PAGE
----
The law does not specifically define domestic violence against women and minors, but the general prohibitions of the criminal code address such violence. Legally, high-level misdemeanors occur when a victim’s injuries result in 20 days of disability leave from work. Low-level misdemeanors occur when a victim’s disability lasts for less than 20 days. According to NGOs, the courts rarely prosecuted perpetrators of low-level misdemeanors. Police were slow to act in domestic violence cases, and the government generally did not enforce the law and sometimes returned women against their will to abusive homes. Police generally treated domestic violence as a social rather than a criminal matter. Physical abuse was legal grounds for divorce, although few women reported such abuse to authorities.
On January 21, media reported that 20 suspects kidnapped “Oumaima”, a 17-year-old girl, in the Moulay Rachid district (in Casablanca) and then gang raped and abused her for 25 days before she convinced a friend of the perpetrators to assist in her escape. According to the victim’s mother, during confinement, the perpetrators forced the girl to ingest toxic substances to try to kill her. The girl was hospitalized after her escape. According to an NGO, three of the 20 suspects were arrested, and two of the three were later released on bail.
In February the Court of Appeal in Rabat sentenced the perpetrator of the summer 2019 rape and murder of Hanane al-Iraki to death; the principal defendant was convicted of premeditated murder on February 10. Six accomplices in the crime were sentenced to five years in prison. The conviction closed a case that surfaced in July 2019 when footage of the crime was published on the internet.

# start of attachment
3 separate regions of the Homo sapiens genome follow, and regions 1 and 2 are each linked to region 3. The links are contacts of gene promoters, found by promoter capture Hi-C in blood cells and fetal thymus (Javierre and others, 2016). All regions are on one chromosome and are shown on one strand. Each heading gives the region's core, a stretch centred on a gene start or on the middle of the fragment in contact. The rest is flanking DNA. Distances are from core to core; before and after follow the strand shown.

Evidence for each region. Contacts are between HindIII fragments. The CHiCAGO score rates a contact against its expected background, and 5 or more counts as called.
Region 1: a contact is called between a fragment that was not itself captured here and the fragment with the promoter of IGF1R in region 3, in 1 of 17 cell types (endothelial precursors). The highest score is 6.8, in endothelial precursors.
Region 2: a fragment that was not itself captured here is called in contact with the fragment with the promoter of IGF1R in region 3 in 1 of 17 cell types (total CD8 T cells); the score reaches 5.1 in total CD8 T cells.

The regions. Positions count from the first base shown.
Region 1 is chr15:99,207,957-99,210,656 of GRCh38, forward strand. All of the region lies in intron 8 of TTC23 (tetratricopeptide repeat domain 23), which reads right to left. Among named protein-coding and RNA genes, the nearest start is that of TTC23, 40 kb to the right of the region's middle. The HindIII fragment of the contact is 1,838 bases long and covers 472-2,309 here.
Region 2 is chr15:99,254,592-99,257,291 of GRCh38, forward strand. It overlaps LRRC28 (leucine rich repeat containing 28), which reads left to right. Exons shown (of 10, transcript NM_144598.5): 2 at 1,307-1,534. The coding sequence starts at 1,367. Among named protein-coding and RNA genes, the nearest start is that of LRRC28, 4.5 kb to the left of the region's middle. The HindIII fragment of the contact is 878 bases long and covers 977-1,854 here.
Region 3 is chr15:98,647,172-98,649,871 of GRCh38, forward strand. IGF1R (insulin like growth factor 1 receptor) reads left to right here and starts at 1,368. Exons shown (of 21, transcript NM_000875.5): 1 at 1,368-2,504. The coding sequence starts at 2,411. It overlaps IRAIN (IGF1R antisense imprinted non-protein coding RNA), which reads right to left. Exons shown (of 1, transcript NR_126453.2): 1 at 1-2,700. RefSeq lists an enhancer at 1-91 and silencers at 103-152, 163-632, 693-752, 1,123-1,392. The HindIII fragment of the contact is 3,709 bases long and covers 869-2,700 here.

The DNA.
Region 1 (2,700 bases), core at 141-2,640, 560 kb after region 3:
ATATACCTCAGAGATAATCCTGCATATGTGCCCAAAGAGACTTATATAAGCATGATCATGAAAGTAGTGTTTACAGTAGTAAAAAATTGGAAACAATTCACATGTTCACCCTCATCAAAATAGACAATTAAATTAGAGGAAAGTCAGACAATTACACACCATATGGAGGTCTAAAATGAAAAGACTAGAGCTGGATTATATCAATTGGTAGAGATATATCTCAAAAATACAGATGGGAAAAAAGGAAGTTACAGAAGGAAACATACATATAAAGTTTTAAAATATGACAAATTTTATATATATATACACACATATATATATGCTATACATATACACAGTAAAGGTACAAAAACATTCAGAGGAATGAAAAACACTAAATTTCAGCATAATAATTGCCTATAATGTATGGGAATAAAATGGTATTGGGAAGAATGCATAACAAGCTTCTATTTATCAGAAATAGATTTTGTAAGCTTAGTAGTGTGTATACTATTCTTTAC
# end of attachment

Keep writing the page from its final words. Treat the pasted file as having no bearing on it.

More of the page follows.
Sexual Harassment: Before the law on violence against women was passed in 2018, sexual harassment was only a crime if it was committed by a supervisor in the workplace. Under the 2018 law, sexual harassment is a crime punishable by up to six months in prison and a fine up to 10,000 s ($1,000) if the offense takes place in a public space or by insinuations through texts, audio recording, or pictures. In cases where the harasser is a coworker, supervisor, or security official, the sentence is doubled. Prison sentences and fines are also doubled in cases where a spouse, former spouse, fiance, or a family member perpetrates the harassment act, physical violence, or abuse or mistreatment or breaks a restraining order or if the crime is perpetrated against a minor. In the past authorities did not effectively enforce laws against sexual harassment. Civil society leaders stated they did not observe efforts by the government to enforce the 2018 law or provide training on the new law for judicial or law enforcement officials.
Reproductive Rights: Individuals and couples have the right to decide the number, spacing, and timing of their children. Individuals have the right to manage their reproductive health and had access to the information and means to do so, free from discrimination, coercion, or violence. Authorities generally did not discriminate against women in accessing sexual and reproductive health care, including for sexually transmitted infections. Contraception was legal, and most forms were widely available. According to the Population Reference Bureau, the country has invested in increasing the availability of voluntary family-planning services, expanding and improving maternal health care, and providing for access to obstetric care by eliminating fees.
The contraceptive pill was available over the counter, without a prescription. Skilled health attendance at delivery and postpartum care were available for women who could afford it, with approximately 75 percent of overall births attended by skilled health personnel.